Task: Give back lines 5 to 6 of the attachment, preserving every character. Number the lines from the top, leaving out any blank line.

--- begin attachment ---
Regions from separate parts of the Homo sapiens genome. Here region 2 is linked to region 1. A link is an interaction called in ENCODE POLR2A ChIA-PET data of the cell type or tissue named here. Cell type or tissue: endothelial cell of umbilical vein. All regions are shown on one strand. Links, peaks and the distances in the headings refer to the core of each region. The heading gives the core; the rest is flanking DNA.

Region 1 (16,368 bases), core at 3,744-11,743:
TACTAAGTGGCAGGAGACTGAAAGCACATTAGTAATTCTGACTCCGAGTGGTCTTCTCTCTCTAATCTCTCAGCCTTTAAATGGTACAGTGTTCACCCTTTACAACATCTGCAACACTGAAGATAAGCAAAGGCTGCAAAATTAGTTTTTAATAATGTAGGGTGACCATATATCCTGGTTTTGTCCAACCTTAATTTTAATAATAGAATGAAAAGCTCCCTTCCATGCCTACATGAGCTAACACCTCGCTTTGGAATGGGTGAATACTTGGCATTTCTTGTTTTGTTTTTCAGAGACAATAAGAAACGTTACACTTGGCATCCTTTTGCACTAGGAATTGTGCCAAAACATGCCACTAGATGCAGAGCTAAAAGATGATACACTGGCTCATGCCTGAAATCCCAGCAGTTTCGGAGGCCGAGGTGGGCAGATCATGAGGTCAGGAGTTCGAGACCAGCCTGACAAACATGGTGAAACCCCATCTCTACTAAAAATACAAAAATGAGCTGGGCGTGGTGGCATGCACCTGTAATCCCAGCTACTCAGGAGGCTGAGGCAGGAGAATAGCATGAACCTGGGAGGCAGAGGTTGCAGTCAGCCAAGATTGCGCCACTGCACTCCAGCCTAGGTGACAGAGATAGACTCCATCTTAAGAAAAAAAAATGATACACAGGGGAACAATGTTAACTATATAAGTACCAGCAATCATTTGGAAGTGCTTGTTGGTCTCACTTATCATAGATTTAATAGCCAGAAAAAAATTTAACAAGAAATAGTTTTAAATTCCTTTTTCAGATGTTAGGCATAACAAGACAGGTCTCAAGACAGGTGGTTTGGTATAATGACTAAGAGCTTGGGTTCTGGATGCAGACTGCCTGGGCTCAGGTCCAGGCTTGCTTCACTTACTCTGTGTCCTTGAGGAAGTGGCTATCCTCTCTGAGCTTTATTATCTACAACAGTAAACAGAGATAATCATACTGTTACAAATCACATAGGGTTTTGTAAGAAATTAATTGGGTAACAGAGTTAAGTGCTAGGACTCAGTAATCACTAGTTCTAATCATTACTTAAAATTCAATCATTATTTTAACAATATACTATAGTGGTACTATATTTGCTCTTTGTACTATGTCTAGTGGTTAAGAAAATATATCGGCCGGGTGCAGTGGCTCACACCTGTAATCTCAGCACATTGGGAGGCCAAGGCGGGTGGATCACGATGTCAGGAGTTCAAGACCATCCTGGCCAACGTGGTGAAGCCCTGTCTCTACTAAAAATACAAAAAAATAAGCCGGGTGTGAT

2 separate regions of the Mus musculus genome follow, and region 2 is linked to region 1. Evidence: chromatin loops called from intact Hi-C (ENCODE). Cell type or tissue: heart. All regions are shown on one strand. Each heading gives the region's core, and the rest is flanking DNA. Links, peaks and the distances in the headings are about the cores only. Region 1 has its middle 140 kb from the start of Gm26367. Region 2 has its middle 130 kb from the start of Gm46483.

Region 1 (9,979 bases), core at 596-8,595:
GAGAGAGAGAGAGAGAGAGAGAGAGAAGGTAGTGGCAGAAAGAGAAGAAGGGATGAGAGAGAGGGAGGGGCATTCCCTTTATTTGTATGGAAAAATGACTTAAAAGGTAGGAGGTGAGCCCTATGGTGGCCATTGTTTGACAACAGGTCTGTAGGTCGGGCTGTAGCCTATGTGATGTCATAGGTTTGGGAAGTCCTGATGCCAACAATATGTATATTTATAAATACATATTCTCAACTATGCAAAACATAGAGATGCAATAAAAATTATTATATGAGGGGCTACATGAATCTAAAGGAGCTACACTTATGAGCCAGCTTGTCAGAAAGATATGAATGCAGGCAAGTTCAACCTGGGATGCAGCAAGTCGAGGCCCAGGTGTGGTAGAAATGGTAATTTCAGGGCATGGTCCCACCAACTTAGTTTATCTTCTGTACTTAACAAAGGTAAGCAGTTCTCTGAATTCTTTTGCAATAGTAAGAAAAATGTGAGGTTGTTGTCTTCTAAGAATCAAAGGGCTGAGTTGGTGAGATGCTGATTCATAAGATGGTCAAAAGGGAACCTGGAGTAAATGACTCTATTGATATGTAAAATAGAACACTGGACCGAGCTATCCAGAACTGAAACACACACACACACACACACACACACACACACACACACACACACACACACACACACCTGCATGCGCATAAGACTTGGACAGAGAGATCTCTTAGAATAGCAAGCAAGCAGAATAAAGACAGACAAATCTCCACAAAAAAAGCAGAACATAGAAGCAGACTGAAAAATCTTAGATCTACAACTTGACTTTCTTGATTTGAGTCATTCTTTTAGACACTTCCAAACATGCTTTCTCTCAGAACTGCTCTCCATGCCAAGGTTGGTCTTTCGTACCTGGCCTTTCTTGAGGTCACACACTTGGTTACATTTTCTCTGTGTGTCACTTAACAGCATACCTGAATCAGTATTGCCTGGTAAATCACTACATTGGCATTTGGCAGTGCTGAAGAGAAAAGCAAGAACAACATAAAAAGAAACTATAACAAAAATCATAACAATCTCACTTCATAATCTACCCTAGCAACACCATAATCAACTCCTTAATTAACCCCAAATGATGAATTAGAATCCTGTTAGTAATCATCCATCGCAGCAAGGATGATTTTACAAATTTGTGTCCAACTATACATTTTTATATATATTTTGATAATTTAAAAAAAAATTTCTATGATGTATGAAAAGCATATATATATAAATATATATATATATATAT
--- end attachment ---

Region 1 (9,979 bases), core at 596-8,595:
GAGAGAGAGAGAGAGAGAGAGAGAGAAGGTAGTGGCAGAAAGAGAAGAAGGGATGAGAGAGAGGGAGGGGCATTCCCTTTATTTGTATGGAAAAATGACTTAAAAGGTAGGAGGTGAGCCCTATGGTGGCCATTGTTTGACAACAGGTCTGTAGGTCGGGCTGTAGCCTATGTGATGTCATAGGTTTGGGAAGTCCTGATGCCAACAATATGTATATTTATAAATACATATTCTCAACTATGCAAAACATAGAGATGCAATAAAAATTATTATATGAGGGGCTACATGAATCTAAAGGAGCTACACTTATGAGCCAGCTTGTCAGAAAGATATGAATGCAGGCAAGTTCAACCTGGGATGCAGCAAGTCGAGGCCCAGGTGTGGTAGAAATGGTAATTTCAGGGCATGGTCCCACCAACTTAGTTTATCTTCTGTACTTAACAAAGGTAAGCAGTTCTCTGAATTCTTTTGCAATAGTAAGAAAAATGTGAGGTTGTTGTCTTCTAAGAATCAAAGGGCTGAGTTGGTGAGATGCTGATTCATAAGATGGTCAAAAGGGAACCTGGAGTAAATGACTCTATTGATATGTAAAATAGAACACTGGACCGAGCTATCCAGAACTGAAACACACACACACACACACACACACACACACACACACACACACACACACACACACACCTGCATGCGCATAAGACTTGGACAGAGAGATCTCTTAGAATAGCAAGCAAGCAGAATAAAGACAGACAAATCTCCACAAAAAAAGCAGAACATAGAAGCAGACTGAAAAATCTTAGATCTACAACTTGACTTTCTTGATTTGAGTCATTCTTTTAGACACTTCCAAACATGCTTTCTCTCAGAACTGCTCTCCATGCCAAGGTTGGTCTTTCGTACCTGGCCTTTCTTGAGGTCACACACTTGGTTACATTTTCTCTGTGTGTCACTTAACAGCATACCTGAATCAGTATTGCCTGGTAAATCACTACATTGGCATTTGGCAGTGCTGAAGAGAAAAGCAAGAACAACATAAAAAGAAACTATAACAAAAATCATAACAATCTCACTTCATAATCTACCCTAGCAACACCATAATCAACTCCTTAATTAACCCCAAATGATGAATTAGAATCCTGTTAGTAATCATCCATCGCAGCAAGGATGATTTTACAAATTTGTGTCCAACTATACATTTTTATATATATTTTGATAATTTAAAAAAAAATTTCTATGATGTATGAAAAGCATATATATATAAATATATATATATATATAT